A recent study has provided insight into the prevalence of Staphylococcus aureus on the hands of foodservice employees, as well as the pathogenicity and antimicrobial resistance (AMR) of S. aureus isolates.
Over a period of 13 months, researchers in Portugal collected a total of 167 swab samples from the hands of foodservice employees working at restaurants and for catering services. S. aureus was present on more than 11 percent of hand swab samples, which the researchers note is unsurprising as the human body is a reservoir for microorganisms. The transmission of S. aureus to food by food handlers with insufficient personal hygiene is a common cause of contamination.
Of the total S. aureus isolates, the majority had pathogenic potential, with more than 60 percent of strains containing at least one enterotoxin gene. Symptoms caused by S. aureus may include nausea, abdominal cramps, diarrhea, vomiting, muscle pain and moderate fever, occurring between one and six hours after the ingestion of contaminated food, and typically not lasting more than a few hours to a couple of days. According to the researchers, although S. aureus is a frequent cause of food poisoning, it appears to be statistically underreported due to the brevity of the symptoms. Additionally, the researchers state that, although Staphylococcus species are easily destroyed by pasteurization or cooking, S. aureus enterotoxins are resistant to treatments such as heat and low pH, making the adoption of good hygiene practices crucial to controlling the pathogen.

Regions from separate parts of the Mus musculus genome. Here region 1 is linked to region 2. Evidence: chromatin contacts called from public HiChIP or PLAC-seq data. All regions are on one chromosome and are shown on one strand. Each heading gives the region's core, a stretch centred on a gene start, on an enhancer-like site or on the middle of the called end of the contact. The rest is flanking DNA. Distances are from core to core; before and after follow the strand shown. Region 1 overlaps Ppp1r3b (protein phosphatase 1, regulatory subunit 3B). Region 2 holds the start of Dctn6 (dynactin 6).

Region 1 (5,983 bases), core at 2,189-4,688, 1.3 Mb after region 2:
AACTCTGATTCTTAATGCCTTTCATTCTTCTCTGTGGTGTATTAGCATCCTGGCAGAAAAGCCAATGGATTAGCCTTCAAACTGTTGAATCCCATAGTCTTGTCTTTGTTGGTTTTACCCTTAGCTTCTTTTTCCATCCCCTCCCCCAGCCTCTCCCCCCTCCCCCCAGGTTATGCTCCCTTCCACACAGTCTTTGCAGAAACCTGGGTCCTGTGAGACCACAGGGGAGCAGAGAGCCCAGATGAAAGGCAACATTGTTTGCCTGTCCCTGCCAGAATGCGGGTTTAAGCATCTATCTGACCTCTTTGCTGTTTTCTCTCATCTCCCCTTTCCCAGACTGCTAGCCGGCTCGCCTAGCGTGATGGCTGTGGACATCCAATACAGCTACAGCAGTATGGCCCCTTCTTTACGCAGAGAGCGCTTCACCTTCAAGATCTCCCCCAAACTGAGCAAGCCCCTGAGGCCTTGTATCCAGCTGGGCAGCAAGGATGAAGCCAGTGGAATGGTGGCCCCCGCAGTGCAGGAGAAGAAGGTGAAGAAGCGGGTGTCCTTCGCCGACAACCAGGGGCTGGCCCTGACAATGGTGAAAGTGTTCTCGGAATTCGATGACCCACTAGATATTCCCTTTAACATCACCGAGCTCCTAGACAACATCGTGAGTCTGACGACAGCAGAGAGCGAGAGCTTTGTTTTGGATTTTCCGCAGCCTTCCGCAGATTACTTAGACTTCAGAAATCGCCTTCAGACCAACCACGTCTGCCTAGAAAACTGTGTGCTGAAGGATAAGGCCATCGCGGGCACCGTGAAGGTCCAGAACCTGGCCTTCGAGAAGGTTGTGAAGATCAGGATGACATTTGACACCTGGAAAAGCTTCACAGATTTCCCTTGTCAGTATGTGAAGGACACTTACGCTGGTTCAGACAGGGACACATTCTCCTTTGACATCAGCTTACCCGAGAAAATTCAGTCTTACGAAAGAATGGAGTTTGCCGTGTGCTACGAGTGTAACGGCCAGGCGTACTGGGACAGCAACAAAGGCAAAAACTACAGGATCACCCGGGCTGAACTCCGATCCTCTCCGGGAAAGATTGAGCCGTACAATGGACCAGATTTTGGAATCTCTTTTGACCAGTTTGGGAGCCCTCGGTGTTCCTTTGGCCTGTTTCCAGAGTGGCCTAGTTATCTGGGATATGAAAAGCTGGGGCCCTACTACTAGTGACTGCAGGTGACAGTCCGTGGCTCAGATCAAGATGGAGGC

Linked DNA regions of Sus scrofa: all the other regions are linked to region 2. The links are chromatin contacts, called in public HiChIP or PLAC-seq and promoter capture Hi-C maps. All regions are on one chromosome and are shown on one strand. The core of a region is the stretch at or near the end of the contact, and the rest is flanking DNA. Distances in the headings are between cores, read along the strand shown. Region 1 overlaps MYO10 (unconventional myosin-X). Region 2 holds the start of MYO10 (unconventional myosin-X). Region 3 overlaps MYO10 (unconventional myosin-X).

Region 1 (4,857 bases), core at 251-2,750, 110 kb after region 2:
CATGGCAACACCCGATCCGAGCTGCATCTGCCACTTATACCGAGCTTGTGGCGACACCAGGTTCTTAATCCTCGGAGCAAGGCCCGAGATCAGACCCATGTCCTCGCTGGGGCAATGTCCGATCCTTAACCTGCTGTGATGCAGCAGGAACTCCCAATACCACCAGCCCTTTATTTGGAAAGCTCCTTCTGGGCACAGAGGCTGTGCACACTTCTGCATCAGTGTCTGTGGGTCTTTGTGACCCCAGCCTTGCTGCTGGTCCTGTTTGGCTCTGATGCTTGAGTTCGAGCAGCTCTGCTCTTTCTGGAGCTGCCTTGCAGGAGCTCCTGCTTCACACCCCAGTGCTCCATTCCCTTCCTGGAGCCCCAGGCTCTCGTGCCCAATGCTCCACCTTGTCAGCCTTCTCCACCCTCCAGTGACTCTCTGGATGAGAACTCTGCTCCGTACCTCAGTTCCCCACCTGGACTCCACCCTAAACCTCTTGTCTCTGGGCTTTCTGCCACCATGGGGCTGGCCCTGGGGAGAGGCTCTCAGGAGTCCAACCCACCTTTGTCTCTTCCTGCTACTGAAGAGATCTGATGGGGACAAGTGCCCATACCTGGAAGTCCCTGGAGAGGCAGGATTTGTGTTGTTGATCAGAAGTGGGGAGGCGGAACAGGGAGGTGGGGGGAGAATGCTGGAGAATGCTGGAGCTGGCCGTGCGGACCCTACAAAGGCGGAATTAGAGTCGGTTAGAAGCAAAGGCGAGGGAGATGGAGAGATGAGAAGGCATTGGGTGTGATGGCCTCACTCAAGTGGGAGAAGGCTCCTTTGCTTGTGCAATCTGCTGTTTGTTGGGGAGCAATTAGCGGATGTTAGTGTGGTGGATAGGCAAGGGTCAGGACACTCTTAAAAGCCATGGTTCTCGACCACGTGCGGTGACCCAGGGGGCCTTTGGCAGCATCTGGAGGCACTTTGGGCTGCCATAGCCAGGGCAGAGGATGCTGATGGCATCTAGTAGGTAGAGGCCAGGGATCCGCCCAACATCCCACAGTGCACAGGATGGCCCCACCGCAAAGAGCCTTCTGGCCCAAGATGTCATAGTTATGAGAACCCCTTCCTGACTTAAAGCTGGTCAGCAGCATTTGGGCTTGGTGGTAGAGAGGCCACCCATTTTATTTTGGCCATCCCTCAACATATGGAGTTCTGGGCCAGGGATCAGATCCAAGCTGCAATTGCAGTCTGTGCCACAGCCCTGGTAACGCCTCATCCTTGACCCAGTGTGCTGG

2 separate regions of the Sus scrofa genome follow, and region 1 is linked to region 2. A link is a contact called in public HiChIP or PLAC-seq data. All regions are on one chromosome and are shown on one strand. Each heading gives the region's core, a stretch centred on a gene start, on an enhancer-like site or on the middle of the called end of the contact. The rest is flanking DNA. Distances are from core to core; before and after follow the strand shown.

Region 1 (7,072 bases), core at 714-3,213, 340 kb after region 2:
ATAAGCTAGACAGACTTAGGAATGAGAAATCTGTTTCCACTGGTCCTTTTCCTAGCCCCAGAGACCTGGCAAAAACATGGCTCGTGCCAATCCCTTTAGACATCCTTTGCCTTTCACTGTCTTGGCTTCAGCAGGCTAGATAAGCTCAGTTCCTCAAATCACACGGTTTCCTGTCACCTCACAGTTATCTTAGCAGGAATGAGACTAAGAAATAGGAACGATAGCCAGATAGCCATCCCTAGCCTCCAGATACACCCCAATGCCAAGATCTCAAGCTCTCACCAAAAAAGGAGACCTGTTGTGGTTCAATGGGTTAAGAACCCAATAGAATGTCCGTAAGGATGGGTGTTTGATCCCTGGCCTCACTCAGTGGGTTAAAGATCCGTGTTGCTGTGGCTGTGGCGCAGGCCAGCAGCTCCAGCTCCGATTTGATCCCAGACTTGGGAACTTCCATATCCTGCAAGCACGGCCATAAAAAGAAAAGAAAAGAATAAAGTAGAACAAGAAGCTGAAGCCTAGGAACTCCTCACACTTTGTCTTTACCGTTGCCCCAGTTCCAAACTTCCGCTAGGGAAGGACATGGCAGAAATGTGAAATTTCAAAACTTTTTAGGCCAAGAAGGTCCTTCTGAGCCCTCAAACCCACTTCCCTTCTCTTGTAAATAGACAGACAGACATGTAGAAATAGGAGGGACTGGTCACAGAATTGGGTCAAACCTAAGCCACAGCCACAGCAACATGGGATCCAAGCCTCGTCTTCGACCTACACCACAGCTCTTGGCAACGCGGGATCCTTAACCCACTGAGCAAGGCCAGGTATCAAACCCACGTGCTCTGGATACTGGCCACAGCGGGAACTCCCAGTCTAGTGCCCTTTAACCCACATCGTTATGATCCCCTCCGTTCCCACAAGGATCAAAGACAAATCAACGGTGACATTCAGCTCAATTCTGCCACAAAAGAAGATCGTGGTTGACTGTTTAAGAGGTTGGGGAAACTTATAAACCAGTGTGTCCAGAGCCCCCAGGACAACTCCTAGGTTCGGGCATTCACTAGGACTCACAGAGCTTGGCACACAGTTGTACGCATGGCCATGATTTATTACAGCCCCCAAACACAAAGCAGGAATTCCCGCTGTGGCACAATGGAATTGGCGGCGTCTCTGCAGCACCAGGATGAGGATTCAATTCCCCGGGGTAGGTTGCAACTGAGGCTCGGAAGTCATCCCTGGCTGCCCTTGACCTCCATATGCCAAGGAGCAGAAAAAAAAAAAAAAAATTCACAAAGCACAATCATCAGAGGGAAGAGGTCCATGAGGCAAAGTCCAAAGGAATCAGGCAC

Notably, more than 44 percent of the isolated S. aureus strains were found to be resistant to erythromycin, a macrolide antibiotic frequently used to treat S. aureus infections. Again, the researchers stress that good hygiene is important in decreasing the spread of AMR through foodborne S. aureus poisoning.